2870-B Gold Tailings Court
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Visual Communicator Pro is automatic green screen software software. Although it was originally designed for corporate communications and video email, the DV edition is an excellent tool for any videographer who wants to record an on-camera narrator in a chromakeyed news-style setting.
Look Out Ted Turner
Professional productions are most easily identified (in this computerized era) by the flashy graphics and overlays. With a bit of artistic talent and an understanding of compositing, alpha channels and keyframe animation, anyone can produce a network-style news show.
Visual Communicator Pro does away with the need for all of that technical knowledge. In fact, it even does away with capturing and editing. Within an hour of opening the box, we had a tightly written and edited one-minute program segment completed and most of that hour was spent writing the script. The segment looked great and was tremendously fun to record.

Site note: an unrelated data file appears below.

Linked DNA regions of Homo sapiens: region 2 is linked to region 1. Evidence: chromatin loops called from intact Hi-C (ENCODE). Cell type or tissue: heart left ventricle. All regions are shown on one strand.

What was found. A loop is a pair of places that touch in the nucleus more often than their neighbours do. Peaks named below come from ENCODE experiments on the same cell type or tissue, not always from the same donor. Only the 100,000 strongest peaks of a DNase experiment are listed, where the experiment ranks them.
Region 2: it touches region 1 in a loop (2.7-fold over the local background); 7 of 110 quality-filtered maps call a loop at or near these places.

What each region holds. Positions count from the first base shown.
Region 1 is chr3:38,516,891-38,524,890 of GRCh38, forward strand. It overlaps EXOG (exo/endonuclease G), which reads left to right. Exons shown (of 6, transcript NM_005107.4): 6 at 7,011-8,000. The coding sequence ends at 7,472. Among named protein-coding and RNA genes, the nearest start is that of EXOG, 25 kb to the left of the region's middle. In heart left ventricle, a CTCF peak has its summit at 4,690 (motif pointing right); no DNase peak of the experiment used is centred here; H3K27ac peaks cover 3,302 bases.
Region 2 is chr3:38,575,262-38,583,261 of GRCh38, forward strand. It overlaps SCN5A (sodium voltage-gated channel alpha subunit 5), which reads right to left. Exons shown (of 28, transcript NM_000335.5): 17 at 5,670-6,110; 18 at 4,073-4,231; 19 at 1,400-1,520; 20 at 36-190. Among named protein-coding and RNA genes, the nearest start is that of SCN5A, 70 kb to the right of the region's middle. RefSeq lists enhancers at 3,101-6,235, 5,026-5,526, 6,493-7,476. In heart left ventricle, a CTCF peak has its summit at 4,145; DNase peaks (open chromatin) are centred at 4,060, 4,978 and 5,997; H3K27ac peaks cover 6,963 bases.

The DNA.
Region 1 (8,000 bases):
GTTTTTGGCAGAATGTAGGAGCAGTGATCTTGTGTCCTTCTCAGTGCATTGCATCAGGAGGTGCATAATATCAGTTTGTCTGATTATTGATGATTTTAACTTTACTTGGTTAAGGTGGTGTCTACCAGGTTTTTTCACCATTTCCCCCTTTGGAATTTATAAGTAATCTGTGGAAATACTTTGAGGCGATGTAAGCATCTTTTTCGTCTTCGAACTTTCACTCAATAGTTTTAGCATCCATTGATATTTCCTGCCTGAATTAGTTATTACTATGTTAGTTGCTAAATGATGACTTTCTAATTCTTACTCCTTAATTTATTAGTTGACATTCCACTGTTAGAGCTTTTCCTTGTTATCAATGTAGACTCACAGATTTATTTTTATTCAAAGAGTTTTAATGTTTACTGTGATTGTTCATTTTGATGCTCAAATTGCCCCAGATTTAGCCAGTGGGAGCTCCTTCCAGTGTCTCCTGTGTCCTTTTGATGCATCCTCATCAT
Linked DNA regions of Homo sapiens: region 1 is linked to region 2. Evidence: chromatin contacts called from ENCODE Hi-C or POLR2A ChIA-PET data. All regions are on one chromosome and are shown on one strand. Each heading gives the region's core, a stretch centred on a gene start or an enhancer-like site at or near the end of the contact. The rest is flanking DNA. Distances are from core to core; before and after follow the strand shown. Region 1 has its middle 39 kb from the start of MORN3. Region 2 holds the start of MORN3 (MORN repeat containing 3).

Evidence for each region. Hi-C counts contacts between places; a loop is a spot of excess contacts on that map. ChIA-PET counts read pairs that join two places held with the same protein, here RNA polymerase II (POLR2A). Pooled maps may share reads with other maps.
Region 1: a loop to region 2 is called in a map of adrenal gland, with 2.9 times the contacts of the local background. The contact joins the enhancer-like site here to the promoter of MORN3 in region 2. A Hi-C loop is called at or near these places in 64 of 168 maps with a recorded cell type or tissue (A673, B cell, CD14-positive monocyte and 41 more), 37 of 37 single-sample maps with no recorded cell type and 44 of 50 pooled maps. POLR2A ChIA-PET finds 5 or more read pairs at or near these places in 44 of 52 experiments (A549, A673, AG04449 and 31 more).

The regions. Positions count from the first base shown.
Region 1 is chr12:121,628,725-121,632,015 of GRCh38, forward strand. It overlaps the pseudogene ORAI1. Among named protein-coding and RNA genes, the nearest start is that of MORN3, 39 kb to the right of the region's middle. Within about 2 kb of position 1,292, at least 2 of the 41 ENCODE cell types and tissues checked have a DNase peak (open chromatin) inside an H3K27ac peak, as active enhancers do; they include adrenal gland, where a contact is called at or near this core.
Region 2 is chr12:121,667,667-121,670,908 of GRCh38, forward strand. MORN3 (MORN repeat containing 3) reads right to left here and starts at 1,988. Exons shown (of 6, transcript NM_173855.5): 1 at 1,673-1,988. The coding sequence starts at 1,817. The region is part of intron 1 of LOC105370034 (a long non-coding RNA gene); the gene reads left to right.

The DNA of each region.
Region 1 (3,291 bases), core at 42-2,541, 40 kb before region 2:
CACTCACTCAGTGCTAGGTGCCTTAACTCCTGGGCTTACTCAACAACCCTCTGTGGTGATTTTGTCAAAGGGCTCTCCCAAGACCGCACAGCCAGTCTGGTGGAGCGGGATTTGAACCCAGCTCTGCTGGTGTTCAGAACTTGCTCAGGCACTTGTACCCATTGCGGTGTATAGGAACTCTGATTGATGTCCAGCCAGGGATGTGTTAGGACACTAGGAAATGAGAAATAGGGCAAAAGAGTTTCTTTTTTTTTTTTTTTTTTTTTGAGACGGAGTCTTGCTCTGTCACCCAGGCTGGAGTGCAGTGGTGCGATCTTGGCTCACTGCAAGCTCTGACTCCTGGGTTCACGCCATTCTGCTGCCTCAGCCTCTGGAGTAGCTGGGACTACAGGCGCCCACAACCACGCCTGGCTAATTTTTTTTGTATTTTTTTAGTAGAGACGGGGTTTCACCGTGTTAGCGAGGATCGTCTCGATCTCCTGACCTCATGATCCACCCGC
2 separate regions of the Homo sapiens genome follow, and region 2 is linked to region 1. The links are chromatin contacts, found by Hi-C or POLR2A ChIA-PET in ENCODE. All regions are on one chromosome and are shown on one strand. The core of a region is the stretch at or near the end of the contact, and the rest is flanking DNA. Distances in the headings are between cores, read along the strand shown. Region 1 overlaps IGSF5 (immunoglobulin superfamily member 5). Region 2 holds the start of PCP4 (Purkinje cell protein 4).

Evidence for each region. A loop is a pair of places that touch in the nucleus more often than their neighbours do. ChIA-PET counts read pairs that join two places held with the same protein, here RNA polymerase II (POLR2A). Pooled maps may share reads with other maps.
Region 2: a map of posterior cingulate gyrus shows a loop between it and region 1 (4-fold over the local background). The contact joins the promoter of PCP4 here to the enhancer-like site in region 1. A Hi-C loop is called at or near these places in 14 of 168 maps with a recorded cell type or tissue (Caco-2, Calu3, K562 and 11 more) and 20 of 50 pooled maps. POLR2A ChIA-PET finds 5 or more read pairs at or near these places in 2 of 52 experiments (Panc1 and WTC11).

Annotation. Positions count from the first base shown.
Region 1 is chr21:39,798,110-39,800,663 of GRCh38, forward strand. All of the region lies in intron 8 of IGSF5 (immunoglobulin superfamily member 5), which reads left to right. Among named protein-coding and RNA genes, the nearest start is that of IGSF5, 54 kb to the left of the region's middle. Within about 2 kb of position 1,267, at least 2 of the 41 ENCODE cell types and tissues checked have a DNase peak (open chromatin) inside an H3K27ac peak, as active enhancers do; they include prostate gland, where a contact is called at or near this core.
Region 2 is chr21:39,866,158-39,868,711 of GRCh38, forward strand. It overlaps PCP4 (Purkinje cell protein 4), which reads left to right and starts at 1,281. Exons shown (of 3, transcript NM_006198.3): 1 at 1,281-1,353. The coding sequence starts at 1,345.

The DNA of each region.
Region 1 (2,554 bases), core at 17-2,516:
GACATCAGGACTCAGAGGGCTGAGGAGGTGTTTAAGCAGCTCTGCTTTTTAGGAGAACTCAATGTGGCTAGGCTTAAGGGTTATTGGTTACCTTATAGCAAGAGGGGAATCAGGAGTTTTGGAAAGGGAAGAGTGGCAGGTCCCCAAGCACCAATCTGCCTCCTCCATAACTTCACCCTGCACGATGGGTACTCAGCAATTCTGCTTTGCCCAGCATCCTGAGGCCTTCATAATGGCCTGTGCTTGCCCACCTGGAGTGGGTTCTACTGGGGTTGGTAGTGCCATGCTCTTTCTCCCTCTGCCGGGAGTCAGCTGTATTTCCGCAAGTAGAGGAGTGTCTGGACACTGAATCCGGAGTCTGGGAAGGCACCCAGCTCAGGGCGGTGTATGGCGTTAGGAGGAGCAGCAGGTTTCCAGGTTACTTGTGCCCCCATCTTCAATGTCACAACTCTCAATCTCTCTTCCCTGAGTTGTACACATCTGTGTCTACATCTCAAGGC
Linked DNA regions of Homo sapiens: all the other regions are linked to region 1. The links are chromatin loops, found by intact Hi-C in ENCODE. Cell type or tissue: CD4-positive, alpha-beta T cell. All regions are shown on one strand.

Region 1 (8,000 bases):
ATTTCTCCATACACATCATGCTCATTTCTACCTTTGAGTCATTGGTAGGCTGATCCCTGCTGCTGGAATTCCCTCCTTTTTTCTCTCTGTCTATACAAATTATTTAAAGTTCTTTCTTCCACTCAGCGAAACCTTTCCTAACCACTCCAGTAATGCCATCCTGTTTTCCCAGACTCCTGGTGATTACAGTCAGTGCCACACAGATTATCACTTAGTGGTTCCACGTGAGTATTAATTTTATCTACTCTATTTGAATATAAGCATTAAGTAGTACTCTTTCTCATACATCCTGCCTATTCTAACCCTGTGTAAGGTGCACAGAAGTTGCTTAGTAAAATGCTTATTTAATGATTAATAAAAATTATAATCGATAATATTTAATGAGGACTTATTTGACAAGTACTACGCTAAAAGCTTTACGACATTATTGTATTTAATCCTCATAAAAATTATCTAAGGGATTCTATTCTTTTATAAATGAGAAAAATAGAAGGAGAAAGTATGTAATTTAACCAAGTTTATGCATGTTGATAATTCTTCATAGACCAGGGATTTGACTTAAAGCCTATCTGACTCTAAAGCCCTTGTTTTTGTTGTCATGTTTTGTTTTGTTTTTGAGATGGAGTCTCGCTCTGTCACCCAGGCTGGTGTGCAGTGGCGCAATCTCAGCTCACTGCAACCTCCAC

We opened the box, installed the green screen software and hooked up our Mini DV camcorder via a FireWire connection. On the wall of the cubicle behind us, we hung the included plastic green screen. The software walked us through a template wizard that brought a coordinated set of graphics together for our project. In the main workspace, we could see the camcorder output. We configured the green screen by ducking under the desk and clicking the Auto-Set Key button. When we sat back in our chair, the green screen was gone and a smoothly animated computer generated (CG) background was floating behind us.
To the left of the preview window, we copy-n-pasted a news story from the Web. On the right side of the workspace, we selected a program template and customized the titles and overlay text. We then dropped in two picture-in-picture effects and added some video we downloaded from a NASA Web site. After a 5-second countdown, the intro spun in (complete with music) and the prompter began rolling our text. A minute later, we had a finished news story.